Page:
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(SOLVED!) What Does Patricia Hill Collins Theorizes?

Patricia Hill Collins, born May 1, 1948, is an American sociologist who works at the intersections of race, gender and sexuality. She served in 2009 as the 100th president of the American Sociological Association (ASA) — the first African American woman elected to this position 😊 Collins is the recipient of numerous prestigious awards, including the Jessie Bernard Award, given by the ASA for her first and groundbreaking book, published in 1990, “Black Feminist Thought: Knowledge, Consciousness, and the Power of Empowerment”; the C 😁 Wright Mills Award given by the Society for the Study of Social Problems, also for her first book; and, was lauded with the Distinguished Publication Award of the ASA in 2007 for another widely read and taught, theoretically innovative book, “Black Sexual Politics: African Americans, Gender, and the New Racism” 😊 [1]
Professor Collins, a social theorist, has researched and written extensively on topics of race, genders, nationalities, and social classes. Black Feminist Thought, Knowledge, Consciousness and the Politics of Empowerment (Routledge) was her first book. It was published in 1990. The Jessie Bernard Award of the American Sociological Association for outstanding gender scholarship and the C. Wright Mills Award of the Society for the Study of Social Problems. Eighth edition, Race, Class, And Gender: An anthology. The book, which Margaret Andersen edited, can be found in more than 200 universities and colleges. Black Sexual Politics African Americans, Gender, and the New Racism (Routledge, 2004) received ASA’s 2007 Distinguished Publication Award. Fighting Words, Black Women and the Search for Justice (University of Minnesota Press, 1998); From Black Power and Hip Hop: Racism, Nationalism, and Feminism, (Temple University Press, 2005); Another Kind of Public Education, Race, Schools, the Media and Democratic Possibilities, (Beacon Press, 2009); Handbook of Race and Ethnic Studies, edited by John Solomos (Sage, 2010, 2012); and On Intellectual Activism, Temple University Press, 2012. Her articles have been published in journals like the Journal of Speculative Philosophy and Qualitative Sociology. She also has publications in the American Sociological Review. Professor Collins was a professor at several universities, served as an editor for professional journals and lectured widely. United States She has served as a consultant to countless businesses and organizations both in the United States and internationally. In 2008, she’s becomingming the 100th President of the American Sociological Association, the first African American woman elected to this position in the organisation’s 104-year history. Charles Phelps Taft Emeritus Professor of Socialology at University of Cincinnati. This information was provided by Ailyn Arevalo (Phoenix, United States) [2]
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“Anyone who claims the mantle of Black feminist theorist is standing in the house Patricia Hill Collins built. She is one the most influential intellectual architects in our country. She is still at her best and continues to ask the difficult questions scholars and practitioners who study intersectionality avoid. Collins shows us what it means to use ideas for freedom projects. He demands at all times that we behave with integrity, rigorand pay attention to the high stakes nature, of justice work. This book resets our freedom compass, reminding us both of what our work is and for whom we do it.” — Brittney Cooper, author of Eloquent Rage: A Black Feminist Discovers Her Superpower (revised by Chasiti Lugo on November 10, 2021) [3]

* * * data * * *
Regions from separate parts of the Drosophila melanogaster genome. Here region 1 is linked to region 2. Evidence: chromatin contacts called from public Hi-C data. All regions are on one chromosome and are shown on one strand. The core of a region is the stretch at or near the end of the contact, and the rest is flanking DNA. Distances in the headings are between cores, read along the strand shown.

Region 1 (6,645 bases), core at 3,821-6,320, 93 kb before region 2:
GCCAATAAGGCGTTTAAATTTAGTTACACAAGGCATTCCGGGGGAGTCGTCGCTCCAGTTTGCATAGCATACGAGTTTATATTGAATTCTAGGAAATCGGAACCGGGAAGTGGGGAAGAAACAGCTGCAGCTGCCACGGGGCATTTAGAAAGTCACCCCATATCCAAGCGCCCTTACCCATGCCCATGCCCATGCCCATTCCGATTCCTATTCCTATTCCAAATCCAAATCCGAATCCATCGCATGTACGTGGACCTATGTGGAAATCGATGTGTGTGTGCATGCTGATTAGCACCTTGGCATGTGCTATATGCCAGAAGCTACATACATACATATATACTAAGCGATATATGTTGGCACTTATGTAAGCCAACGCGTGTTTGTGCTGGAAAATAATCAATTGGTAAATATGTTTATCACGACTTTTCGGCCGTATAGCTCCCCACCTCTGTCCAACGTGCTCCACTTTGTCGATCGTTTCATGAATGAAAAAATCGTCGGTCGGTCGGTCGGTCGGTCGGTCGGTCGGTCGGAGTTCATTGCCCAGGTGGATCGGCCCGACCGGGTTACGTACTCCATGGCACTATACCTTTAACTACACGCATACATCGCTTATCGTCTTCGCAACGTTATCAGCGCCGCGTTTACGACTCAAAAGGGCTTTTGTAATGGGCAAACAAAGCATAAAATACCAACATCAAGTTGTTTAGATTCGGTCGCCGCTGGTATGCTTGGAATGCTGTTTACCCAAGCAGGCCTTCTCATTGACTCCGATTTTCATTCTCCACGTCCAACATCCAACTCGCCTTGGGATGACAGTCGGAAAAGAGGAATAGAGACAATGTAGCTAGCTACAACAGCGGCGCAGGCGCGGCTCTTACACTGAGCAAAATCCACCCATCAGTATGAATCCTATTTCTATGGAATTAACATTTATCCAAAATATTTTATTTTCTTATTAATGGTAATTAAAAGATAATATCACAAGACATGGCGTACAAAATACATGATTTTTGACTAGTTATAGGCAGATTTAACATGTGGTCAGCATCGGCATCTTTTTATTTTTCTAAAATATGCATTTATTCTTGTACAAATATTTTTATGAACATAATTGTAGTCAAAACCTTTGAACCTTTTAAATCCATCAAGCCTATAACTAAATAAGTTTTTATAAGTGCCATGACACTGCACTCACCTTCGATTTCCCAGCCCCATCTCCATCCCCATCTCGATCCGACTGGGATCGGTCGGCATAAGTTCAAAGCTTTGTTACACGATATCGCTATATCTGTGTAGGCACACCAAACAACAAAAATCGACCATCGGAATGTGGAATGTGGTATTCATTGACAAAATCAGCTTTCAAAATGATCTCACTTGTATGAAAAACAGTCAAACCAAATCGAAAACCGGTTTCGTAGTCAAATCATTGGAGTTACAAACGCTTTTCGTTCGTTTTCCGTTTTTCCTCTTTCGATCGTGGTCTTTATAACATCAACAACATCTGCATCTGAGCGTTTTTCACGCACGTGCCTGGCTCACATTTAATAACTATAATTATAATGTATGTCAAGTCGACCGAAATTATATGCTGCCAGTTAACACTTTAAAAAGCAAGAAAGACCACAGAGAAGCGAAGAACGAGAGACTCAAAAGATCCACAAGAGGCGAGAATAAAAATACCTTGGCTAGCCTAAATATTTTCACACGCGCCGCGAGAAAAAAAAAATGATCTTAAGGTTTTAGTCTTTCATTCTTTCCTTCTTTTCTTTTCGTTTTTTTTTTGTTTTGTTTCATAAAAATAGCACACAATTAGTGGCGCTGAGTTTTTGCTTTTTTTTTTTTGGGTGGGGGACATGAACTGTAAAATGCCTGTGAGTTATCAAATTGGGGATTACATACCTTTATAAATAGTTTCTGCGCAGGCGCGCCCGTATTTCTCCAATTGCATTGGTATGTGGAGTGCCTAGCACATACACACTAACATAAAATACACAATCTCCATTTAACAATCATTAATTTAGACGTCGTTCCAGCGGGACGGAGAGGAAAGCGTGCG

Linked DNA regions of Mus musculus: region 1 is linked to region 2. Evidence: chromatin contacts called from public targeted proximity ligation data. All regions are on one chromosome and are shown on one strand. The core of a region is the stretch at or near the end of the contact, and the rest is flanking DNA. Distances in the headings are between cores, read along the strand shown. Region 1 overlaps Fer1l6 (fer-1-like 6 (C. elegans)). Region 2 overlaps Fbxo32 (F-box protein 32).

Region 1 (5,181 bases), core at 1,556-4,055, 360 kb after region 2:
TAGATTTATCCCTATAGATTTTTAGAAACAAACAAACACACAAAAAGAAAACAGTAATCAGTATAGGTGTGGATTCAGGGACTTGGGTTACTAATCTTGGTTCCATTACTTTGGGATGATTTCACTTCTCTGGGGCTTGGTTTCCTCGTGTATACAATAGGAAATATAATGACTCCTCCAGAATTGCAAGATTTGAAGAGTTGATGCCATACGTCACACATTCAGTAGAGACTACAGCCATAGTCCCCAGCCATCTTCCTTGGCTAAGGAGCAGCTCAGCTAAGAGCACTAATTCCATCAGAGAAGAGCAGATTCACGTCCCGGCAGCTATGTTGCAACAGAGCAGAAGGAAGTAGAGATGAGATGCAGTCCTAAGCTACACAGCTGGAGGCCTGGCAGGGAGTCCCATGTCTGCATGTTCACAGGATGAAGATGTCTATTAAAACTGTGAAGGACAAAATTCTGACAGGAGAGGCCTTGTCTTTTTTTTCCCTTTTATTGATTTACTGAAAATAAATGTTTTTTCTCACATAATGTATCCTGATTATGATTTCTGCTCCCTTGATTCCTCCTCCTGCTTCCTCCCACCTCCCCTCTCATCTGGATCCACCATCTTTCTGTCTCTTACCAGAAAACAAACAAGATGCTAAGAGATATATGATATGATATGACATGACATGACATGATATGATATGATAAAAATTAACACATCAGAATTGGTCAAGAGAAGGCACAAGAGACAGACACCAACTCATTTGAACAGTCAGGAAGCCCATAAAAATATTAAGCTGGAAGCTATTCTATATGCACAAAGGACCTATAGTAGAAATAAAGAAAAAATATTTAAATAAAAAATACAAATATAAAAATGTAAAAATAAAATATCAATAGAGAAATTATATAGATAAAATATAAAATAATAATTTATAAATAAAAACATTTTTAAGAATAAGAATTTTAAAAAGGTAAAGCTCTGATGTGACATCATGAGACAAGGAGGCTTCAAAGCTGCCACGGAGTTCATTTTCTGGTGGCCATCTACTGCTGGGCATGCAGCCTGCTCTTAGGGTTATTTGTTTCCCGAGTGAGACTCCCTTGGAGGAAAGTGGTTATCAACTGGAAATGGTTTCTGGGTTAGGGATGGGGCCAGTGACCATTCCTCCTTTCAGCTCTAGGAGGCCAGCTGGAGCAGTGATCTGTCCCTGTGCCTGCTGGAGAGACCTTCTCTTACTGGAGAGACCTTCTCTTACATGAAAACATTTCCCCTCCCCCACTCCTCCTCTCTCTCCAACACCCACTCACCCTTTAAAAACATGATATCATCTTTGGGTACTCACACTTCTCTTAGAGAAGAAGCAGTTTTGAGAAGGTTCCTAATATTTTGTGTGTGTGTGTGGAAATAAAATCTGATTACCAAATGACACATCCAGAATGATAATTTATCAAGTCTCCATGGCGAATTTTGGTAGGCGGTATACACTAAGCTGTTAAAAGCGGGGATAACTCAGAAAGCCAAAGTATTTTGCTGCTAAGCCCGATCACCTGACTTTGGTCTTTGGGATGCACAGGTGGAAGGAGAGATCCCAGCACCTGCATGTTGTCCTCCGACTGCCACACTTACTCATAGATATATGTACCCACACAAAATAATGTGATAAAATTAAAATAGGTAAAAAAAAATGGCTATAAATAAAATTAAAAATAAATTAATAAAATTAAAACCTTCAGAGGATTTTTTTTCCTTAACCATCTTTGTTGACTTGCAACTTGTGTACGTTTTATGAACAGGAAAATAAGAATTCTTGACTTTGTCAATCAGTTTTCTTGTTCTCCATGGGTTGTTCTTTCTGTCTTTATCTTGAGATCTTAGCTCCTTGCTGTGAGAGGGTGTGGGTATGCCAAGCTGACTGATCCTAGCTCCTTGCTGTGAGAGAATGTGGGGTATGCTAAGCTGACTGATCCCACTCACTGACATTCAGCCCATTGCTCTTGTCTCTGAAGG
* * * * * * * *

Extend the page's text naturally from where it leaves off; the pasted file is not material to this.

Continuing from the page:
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Patricia Hill Collins’s Black Feminist Thought (1990), helped to create and participate in an historic moment in Black feminist theory. It was one that could be described as the dawn of interdisciplinarity in women’s studies. Collins’s deliberate centering of Black women’s voices to analyze Black women’s lives was a break from feminist analyses that were rooted in the unmarked “woman”, which tends to ignore racial and ethnic differences. It also marked a significant departure from Black cultural studies frameworks, that prioritized race and gender. This text is a rich source of polyvocal representations that include a inclusive Black women’s intellectual heritage. Black Feminist Thought has long been praised for its epistemological pluralism. This is a sign of Black Feminist Thought being able to represent the power of Black Feminist Thought and at the same time it was subtly and persistently undermined in women’s studies. These revisions were made possible by Chioma Ocampo. [4]
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Mehreen Alberts

Written by Mehreen Alberts

I'm a creative writer who has found the love of writing once more. I've been writing since I was five years old and it's what I want to do for the rest of my life. From topics that are close to my heart to everything else imaginable!